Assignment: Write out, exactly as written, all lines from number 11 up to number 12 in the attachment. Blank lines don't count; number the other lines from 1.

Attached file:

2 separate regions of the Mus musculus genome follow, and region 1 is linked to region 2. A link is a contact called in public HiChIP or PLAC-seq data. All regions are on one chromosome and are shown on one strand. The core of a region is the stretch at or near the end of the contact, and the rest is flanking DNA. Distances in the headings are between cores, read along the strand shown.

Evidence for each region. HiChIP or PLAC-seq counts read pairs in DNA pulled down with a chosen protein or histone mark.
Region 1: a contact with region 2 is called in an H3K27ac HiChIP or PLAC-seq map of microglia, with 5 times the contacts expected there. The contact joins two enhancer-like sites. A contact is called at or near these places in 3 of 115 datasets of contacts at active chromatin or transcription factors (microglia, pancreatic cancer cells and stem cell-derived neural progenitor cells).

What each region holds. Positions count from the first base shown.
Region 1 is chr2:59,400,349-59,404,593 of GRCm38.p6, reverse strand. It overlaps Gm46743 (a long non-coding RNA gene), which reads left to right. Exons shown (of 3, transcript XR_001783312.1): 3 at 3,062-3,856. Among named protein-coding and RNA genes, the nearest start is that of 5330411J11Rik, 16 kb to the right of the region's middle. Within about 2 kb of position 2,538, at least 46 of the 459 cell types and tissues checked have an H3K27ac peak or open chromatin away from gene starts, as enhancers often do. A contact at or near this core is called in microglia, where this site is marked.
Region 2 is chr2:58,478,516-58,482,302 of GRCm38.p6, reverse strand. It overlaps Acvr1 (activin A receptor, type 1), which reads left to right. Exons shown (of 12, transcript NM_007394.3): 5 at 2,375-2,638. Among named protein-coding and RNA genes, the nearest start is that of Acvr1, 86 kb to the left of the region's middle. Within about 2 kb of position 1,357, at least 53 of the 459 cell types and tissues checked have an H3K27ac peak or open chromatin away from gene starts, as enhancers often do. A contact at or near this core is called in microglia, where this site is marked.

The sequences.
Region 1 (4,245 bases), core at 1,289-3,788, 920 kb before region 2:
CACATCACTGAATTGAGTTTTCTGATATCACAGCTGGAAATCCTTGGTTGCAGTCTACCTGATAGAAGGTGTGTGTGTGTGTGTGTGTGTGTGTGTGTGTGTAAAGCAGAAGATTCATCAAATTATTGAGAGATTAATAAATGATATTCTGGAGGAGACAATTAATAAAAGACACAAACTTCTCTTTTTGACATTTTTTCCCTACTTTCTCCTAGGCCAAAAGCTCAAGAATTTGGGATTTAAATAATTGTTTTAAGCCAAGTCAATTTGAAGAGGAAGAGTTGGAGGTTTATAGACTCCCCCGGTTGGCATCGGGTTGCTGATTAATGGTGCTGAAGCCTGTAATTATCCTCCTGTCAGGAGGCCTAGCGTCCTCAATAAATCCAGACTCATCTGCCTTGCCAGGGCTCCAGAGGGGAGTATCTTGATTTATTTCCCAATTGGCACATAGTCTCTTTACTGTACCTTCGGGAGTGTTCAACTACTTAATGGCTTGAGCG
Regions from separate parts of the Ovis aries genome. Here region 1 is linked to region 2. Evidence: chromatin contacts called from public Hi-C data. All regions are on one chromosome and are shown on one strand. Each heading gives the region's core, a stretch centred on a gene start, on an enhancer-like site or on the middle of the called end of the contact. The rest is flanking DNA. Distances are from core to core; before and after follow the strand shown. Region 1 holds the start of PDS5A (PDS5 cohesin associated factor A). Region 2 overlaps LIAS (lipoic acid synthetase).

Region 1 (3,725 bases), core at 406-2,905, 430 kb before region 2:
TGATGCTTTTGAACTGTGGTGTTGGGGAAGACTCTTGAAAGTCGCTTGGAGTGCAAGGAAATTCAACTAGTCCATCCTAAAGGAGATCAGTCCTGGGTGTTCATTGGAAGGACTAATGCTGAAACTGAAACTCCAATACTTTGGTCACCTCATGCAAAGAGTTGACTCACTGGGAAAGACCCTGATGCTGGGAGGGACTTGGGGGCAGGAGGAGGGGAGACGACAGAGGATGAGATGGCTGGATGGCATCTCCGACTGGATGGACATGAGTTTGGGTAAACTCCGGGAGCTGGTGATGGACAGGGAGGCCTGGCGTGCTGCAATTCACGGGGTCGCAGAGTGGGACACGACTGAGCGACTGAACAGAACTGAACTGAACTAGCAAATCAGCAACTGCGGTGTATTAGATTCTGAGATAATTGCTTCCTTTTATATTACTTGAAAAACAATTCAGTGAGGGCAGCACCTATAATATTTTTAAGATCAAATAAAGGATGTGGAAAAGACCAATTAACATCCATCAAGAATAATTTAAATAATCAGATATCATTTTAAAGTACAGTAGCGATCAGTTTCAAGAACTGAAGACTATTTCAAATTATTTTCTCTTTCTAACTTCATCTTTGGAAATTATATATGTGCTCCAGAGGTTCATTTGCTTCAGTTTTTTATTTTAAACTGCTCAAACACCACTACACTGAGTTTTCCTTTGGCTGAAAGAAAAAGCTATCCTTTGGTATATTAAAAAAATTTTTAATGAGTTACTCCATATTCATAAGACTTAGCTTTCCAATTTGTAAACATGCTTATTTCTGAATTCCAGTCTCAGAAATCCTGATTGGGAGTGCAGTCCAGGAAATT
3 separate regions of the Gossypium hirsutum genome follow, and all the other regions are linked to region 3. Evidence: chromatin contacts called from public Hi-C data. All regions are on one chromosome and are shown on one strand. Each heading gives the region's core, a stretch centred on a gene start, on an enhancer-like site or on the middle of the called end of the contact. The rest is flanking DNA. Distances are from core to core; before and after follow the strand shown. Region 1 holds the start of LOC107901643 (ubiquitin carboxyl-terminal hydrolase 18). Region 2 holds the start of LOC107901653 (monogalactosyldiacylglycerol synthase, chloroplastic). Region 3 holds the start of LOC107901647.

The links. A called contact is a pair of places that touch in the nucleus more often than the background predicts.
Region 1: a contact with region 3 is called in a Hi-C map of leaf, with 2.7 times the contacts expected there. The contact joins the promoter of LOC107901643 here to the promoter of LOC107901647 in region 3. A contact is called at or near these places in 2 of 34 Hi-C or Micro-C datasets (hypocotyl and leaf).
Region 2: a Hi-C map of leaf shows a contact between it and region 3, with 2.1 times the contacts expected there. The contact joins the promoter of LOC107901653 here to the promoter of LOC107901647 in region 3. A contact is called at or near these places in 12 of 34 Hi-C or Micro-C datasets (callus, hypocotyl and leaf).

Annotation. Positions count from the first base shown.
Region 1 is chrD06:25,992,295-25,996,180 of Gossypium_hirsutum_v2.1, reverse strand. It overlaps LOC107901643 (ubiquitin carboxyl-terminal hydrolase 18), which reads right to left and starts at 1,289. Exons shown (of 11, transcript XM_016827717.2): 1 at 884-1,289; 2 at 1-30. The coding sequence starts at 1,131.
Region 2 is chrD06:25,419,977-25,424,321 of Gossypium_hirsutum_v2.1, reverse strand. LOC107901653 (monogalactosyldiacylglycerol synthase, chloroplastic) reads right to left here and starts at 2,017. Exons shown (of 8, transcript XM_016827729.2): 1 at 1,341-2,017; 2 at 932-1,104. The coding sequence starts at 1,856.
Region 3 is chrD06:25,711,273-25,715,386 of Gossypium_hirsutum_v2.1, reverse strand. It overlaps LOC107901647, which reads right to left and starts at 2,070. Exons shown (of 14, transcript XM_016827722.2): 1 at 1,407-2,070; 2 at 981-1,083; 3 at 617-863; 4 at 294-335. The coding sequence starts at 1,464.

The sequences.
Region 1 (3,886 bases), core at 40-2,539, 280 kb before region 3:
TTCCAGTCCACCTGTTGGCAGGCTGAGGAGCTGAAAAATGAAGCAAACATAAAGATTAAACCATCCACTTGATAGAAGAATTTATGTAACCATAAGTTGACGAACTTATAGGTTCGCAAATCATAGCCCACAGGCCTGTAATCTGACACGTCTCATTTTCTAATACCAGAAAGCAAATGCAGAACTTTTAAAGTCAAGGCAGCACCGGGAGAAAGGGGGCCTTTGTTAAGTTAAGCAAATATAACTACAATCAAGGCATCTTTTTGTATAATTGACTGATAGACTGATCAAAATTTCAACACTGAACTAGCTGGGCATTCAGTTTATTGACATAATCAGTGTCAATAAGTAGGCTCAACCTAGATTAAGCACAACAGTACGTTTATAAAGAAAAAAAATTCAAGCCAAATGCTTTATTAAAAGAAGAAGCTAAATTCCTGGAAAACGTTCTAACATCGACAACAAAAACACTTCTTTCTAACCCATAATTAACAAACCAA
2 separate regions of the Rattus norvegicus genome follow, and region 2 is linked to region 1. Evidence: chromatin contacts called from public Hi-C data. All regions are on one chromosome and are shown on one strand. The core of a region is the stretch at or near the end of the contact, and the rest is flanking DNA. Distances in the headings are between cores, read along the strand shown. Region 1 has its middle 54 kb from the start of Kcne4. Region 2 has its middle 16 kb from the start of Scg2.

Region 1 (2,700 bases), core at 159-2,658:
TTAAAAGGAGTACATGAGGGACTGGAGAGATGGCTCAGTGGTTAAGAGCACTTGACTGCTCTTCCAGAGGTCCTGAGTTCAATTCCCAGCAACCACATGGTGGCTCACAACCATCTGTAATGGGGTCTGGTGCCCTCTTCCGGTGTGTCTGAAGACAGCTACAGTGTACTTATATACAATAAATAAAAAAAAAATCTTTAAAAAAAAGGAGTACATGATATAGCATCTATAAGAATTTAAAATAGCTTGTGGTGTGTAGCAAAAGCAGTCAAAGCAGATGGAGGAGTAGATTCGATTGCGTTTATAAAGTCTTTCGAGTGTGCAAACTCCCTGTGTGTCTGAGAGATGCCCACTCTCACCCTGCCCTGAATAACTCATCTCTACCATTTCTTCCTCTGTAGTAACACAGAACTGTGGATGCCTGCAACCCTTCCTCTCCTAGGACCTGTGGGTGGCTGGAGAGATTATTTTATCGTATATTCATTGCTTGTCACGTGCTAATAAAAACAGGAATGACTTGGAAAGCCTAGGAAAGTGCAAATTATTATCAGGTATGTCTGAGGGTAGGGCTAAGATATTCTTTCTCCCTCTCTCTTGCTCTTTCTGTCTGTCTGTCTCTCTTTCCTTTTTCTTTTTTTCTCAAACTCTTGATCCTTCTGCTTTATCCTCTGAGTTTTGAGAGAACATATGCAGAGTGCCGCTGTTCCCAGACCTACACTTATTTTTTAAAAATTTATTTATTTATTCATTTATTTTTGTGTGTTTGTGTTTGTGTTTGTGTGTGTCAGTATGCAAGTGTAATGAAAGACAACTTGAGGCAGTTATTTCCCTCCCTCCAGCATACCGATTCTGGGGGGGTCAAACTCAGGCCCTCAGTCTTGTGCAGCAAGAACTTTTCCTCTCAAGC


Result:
Region 1 (3,725 bases), core at 406-2,905, 430 kb before region 2:
TGATGCTTTTGAACTGTGGTGTTGGGGAAGACTCTTGAAAGTCGCTTGGAGTGCAAGGAAATTCAACTAGTCCATCCTAAAGGAGATCAGTCCTGGGTGTTCATTGGAAGGACTAATGCTGAAACTGAAACTCCAATACTTTGGTCACCTCATGCAAAGAGTTGACTCACTGGGAAAGACCCTGATGCTGGGAGGGACTTGGGGGCAGGAGGAGGGGAGACGACAGAGGATGAGATGGCTGGATGGCATCTCCGACTGGATGGACATGAGTTTGGGTAAACTCCGGGAGCTGGTGATGGACAGGGAGGCCTGGCGTGCTGCAATTCACGGGGTCGCAGAGTGGGACACGACTGAGCGACTGAACAGAACTGAACTGAACTAGCAAATCAGCAACTGCGGTGTATTAGATTCTGAGATAATTGCTTCCTTTTATATTACTTGAAAAACAATTCAGTGAGGGCAGCACCTATAATATTTTTAAGATCAAATAAAGGATGTGGAAAAGACCAATTAACATCCATCAAGAATAATTTAAATAATCAGATATCATTTTAAAGTACAGTAGCGATCAGTTTCAAGAACTGAAGACTATTTCAAATTATTTTCTCTTTCTAACTTCATCTTTGGAAATTATATATGTGCTCCAGAGGTTCATTTGCTTCAGTTTTTTATTTTAAACTGCTCAAACACCACTACACTGAGTTTTCCTTTGGCTGAAAGAAAAAGCTATCCTTTGGTATATTAAAAAAATTTTTAATGAGTTACTCCATATTCATAAGACTTAGCTTTCCAATTTGTAAACATGCTTATTTCTGAATTCCAGTCTCAGAAATCCTGATTGGGAGTGCAGTCCAGGAAATT